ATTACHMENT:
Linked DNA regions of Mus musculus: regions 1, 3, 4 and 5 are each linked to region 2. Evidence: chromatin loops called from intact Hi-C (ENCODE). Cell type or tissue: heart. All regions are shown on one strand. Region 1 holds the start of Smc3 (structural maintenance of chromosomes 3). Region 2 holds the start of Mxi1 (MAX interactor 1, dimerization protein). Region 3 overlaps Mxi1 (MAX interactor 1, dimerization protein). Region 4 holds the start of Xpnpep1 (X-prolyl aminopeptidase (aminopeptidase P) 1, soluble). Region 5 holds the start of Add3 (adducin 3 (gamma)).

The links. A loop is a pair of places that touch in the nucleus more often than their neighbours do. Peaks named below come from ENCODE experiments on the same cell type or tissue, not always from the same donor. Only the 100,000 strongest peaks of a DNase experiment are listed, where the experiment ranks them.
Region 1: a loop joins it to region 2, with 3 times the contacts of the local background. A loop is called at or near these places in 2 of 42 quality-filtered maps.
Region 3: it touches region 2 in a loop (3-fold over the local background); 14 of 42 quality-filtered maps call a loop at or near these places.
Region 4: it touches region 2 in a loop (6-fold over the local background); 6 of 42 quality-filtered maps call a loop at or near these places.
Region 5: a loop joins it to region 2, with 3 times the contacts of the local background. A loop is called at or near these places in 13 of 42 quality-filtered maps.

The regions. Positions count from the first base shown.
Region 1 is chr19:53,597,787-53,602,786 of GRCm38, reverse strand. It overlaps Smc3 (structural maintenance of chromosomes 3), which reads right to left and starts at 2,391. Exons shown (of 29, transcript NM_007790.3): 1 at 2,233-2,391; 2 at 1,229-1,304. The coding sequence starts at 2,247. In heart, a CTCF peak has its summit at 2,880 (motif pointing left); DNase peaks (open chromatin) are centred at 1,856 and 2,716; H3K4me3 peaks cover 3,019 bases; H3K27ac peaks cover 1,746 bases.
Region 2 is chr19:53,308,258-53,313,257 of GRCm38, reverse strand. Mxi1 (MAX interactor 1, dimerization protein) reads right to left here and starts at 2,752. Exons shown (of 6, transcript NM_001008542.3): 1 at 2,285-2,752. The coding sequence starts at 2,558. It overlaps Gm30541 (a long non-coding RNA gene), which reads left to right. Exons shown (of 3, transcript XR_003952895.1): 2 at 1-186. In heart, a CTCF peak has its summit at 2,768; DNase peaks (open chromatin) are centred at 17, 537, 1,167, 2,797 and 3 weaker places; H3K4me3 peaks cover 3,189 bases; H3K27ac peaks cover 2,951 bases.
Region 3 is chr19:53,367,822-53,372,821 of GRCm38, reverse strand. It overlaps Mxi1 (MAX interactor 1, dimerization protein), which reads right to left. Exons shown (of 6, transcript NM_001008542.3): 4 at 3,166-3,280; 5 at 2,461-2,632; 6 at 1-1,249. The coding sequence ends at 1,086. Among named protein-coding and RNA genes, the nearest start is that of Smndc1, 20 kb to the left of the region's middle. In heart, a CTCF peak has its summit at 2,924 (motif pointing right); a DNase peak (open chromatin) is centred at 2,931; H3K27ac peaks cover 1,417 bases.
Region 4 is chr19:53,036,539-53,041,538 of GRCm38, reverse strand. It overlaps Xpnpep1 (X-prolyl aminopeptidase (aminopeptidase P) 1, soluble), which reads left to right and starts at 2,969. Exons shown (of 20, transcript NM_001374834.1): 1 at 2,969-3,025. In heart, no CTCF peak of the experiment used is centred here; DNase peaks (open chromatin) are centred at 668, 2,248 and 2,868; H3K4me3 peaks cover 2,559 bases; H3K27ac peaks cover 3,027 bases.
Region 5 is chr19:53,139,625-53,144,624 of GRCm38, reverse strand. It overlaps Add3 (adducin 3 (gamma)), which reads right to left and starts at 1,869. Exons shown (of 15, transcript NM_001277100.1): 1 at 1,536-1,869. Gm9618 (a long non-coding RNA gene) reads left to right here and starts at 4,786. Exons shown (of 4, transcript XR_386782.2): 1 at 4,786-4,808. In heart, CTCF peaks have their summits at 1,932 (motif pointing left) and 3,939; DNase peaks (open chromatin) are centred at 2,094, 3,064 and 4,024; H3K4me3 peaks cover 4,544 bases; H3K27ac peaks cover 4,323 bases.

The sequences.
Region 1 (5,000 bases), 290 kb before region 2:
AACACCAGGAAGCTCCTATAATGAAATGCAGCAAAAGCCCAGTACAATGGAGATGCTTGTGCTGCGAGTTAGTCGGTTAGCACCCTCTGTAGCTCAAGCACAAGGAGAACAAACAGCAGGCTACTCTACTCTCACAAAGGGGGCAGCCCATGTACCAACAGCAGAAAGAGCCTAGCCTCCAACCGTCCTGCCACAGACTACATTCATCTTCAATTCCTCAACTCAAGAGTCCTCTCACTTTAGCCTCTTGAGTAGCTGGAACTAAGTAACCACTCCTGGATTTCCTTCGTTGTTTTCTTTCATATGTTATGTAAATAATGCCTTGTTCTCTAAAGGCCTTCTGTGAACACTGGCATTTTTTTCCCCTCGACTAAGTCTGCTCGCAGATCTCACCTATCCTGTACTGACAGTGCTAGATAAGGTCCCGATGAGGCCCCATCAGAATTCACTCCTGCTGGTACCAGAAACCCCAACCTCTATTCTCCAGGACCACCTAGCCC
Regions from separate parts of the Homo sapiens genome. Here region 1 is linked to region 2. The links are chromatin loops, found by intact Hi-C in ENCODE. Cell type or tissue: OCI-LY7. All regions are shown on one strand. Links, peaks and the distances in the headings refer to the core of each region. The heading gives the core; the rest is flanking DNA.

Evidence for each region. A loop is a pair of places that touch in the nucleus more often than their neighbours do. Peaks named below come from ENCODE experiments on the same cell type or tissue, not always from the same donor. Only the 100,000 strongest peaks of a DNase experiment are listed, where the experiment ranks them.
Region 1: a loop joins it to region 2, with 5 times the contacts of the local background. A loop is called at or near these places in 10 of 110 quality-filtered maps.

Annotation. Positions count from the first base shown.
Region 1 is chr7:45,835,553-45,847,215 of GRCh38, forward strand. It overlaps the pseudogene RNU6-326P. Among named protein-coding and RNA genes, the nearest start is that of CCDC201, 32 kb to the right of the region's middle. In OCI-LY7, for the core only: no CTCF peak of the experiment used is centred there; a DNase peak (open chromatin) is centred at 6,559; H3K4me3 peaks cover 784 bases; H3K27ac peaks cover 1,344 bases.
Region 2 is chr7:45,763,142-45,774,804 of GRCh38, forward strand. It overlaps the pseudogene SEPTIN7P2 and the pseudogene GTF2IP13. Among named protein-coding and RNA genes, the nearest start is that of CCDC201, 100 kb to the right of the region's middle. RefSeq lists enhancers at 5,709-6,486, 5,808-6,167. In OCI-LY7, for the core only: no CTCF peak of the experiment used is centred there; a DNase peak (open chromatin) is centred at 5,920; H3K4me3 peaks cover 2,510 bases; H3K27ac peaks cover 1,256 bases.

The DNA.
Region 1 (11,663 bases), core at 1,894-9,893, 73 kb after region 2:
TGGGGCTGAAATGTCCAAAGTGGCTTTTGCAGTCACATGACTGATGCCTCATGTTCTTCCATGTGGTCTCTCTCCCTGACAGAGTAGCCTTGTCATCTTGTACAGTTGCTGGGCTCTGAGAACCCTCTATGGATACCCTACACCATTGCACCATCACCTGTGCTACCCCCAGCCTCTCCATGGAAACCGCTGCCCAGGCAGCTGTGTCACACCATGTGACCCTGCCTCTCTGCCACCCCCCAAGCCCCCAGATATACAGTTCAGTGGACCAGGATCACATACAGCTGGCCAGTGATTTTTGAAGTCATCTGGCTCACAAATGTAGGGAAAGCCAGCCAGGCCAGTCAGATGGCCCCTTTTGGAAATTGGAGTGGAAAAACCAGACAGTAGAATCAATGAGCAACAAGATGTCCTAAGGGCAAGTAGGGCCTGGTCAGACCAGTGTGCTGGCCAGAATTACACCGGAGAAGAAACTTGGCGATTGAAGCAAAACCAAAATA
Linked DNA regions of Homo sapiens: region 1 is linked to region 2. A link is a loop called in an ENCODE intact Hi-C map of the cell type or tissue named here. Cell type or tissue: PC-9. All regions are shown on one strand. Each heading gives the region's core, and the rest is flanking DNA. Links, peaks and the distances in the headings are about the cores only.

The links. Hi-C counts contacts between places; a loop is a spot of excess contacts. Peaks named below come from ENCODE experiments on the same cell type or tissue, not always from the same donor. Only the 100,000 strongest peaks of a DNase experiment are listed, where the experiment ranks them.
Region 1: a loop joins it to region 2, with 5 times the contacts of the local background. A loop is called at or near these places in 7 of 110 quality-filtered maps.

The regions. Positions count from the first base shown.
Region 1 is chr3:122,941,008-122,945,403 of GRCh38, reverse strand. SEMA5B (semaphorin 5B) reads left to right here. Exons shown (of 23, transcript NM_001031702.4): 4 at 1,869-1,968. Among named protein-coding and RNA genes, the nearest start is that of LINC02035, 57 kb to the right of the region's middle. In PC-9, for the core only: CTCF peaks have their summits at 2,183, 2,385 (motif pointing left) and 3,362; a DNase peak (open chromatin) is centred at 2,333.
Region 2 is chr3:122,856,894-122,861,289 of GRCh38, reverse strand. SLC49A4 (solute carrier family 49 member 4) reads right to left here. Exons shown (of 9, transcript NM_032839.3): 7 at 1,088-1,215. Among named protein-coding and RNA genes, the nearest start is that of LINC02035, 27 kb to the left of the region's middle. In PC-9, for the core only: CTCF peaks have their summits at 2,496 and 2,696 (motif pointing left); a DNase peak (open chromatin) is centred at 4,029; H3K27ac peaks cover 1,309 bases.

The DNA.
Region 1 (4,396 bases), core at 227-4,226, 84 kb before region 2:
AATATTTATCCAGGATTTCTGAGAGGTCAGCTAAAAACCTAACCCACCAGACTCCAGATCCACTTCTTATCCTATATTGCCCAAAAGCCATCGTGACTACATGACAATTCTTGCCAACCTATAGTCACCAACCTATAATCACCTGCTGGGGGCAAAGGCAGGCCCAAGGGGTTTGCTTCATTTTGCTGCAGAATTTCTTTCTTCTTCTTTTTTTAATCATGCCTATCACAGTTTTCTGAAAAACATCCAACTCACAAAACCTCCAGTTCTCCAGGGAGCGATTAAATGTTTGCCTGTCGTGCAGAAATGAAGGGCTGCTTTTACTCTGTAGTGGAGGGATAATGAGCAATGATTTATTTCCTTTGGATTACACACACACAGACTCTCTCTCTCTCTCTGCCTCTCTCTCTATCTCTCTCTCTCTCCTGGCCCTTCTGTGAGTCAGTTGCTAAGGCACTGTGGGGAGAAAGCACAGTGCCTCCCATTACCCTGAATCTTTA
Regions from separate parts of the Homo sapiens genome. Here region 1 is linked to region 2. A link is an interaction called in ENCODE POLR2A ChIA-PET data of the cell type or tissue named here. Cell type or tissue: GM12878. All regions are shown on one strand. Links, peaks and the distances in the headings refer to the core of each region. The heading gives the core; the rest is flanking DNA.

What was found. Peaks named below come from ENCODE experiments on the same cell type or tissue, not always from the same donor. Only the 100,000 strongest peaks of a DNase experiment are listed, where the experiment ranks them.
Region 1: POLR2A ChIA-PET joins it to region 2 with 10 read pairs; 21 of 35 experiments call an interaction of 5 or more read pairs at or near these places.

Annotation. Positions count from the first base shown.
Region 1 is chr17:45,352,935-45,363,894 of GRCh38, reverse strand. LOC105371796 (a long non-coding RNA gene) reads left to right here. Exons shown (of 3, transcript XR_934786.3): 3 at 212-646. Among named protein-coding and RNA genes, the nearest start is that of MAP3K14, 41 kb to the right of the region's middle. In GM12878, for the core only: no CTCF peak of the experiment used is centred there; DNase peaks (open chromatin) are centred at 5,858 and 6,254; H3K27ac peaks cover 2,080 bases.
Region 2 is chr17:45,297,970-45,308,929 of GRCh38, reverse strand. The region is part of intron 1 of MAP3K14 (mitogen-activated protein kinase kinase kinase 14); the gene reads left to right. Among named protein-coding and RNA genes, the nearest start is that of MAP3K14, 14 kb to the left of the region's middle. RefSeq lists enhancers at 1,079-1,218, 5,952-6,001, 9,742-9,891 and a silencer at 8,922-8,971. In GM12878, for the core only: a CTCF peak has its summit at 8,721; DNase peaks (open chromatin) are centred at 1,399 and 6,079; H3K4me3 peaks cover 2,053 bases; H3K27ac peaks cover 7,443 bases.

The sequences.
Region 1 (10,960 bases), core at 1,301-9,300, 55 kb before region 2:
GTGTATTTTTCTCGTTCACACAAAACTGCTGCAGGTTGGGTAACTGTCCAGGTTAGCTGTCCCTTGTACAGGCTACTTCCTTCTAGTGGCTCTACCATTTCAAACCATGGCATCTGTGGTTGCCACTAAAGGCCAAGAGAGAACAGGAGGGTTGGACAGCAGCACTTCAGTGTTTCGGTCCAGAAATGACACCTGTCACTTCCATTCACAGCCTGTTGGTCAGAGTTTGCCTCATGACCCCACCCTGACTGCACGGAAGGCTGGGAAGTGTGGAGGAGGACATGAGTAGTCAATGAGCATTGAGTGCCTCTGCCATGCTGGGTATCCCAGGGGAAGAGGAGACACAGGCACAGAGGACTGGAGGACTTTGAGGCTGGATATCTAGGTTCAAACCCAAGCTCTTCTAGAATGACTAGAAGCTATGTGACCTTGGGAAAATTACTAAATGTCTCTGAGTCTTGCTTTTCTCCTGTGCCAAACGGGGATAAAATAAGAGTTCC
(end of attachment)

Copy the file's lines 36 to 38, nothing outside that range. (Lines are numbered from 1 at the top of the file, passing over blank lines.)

Region 1: POLR2A ChIA-PET joins it to region 2 with 10 read pairs; 21 of 35 experiments call an interaction of 5 or more read pairs at or near these places.

Annotation. Positions count from the first base shown.
Region 1 is chr17:45,352,935-45,363,894 of GRCh38, reverse strand. LOC105371796 (a long non-coding RNA gene) reads left to right here. Exons shown (of 3, transcript XR_934786.3): 3 at 212-646. Among named protein-coding and RNA genes, the nearest start is that of MAP3K14, 41 kb to the right of the region's middle. In GM12878, for the core only: no CTCF peak of the experiment used is centred there; DNase peaks (open chromatin) are centred at 5,858 and 6,254; H3K27ac peaks cover 2,080 bases.